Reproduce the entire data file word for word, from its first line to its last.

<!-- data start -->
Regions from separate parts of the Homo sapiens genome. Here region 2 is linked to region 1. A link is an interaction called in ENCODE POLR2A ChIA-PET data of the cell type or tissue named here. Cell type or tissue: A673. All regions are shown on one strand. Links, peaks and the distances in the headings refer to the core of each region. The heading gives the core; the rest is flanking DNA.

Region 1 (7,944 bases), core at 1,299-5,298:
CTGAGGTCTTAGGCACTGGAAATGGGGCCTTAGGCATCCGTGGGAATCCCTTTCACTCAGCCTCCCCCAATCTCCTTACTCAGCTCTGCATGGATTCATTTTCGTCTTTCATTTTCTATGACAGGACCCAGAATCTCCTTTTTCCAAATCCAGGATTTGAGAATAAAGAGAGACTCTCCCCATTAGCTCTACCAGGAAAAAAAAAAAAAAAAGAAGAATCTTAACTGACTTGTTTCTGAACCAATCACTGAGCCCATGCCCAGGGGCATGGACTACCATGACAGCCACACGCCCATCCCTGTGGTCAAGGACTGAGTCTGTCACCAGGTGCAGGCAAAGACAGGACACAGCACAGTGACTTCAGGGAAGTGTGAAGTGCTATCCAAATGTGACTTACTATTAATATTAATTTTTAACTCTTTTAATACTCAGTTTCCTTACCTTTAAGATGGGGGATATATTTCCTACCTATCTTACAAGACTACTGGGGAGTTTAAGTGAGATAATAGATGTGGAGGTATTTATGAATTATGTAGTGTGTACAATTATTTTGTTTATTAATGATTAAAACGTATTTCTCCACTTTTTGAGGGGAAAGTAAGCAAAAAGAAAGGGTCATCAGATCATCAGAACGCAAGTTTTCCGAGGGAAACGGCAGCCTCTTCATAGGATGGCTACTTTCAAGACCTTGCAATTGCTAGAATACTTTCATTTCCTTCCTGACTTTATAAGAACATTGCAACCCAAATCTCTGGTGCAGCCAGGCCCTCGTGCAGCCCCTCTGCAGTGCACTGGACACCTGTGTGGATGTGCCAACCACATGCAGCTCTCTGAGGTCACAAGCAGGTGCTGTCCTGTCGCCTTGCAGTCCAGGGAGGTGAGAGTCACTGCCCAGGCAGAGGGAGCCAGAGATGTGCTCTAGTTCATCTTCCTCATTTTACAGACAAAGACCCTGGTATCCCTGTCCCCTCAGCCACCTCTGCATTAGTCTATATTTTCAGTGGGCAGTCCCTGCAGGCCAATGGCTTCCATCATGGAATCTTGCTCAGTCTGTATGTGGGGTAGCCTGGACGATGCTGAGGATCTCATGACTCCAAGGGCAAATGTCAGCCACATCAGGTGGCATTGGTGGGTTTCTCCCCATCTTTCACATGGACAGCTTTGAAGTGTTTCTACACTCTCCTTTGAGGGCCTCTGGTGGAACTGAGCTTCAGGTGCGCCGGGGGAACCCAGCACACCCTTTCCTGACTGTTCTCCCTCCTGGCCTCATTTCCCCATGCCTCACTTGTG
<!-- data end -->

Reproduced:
Regions from separate parts of the Homo sapiens genome. Here region 2 is linked to region 1. A link is an interaction called in ENCODE POLR2A ChIA-PET data of the cell type or tissue named here. Cell type or tissue: A673. All regions are shown on one strand. Links, peaks and the distances in the headings refer to the core of each region. The heading gives the core; the rest is flanking DNA.

Region 1 (7,944 bases), core at 1,299-5,298:
CTGAGGTCTTAGGCACTGGAAATGGGGCCTTAGGCATCCGTGGGAATCCCTTTCACTCAGCCTCCCCCAATCTCCTTACTCAGCTCTGCATGGATTCATTTTCGTCTTTCATTTTCTATGACAGGACCCAGAATCTCCTTTTTCCAAATCCAGGATTTGAGAATAAAGAGAGACTCTCCCCATTAGCTCTACCAGGAAAAAAAAAAAAAAAAGAAGAATCTTAACTGACTTGTTTCTGAACCAATCACTGAGCCCATGCCCAGGGGCATGGACTACCATGACAGCCACACGCCCATCCCTGTGGTCAAGGACTGAGTCTGTCACCAGGTGCAGGCAAAGACAGGACACAGCACAGTGACTTCAGGGAAGTGTGAAGTGCTATCCAAATGTGACTTACTATTAATATTAATTTTTAACTCTTTTAATACTCAGTTTCCTTACCTTTAAGATGGGGGATATATTTCCTACCTATCTTACAAGACTACTGGGGAGTTTAAGTGAGATAATAGATGTGGAGGTATTTATGAATTATGTAGTGTGTACAATTATTTTGTTTATTAATGATTAAAACGTATTTCTCCACTTTTTGAGGGGAAAGTAAGCAAAAAGAAAGGGTCATCAGATCATCAGAACGCAAGTTTTCCGAGGGAAACGGCAGCCTCTTCATAGGATGGCTACTTTCAAGACCTTGCAATTGCTAGAATACTTTCATTTCCTTCCTGACTTTATAAGAACATTGCAACCCAAATCTCTGGTGCAGCCAGGCCCTCGTGCAGCCCCTCTGCAGTGCACTGGACACCTGTGTGGATGTGCCAACCACATGCAGCTCTCTGAGGTCACAAGCAGGTGCTGTCCTGTCGCCTTGCAGTCCAGGGAGGTGAGAGTCACTGCCCAGGCAGAGGGAGCCAGAGATGTGCTCTAGTTCATCTTCCTCATTTTACAGACAAAGACCCTGGTATCCCTGTCCCCTCAGCCACCTCTGCATTAGTCTATATTTTCAGTGGGCAGTCCCTGCAGGCCAATGGCTTCCATCATGGAATCTTGCTCAGTCTGTATGTGGGGTAGCCTGGACGATGCTGAGGATCTCATGACTCCAAGGGCAAATGTCAGCCACATCAGGTGGCATTGGTGGGTTTCTCCCCATCTTTCACATGGACAGCTTTGAAGTGTTTCTACACTCTCCTTTGAGGGCCTCTGGTGGAACTGAGCTTCAGGTGCGCCGGGGGAACCCAGCACACCCTTTCCTGACTGTTCTCCCTCCTGGCCTCATTTCCCCATGCCTCACTTGTG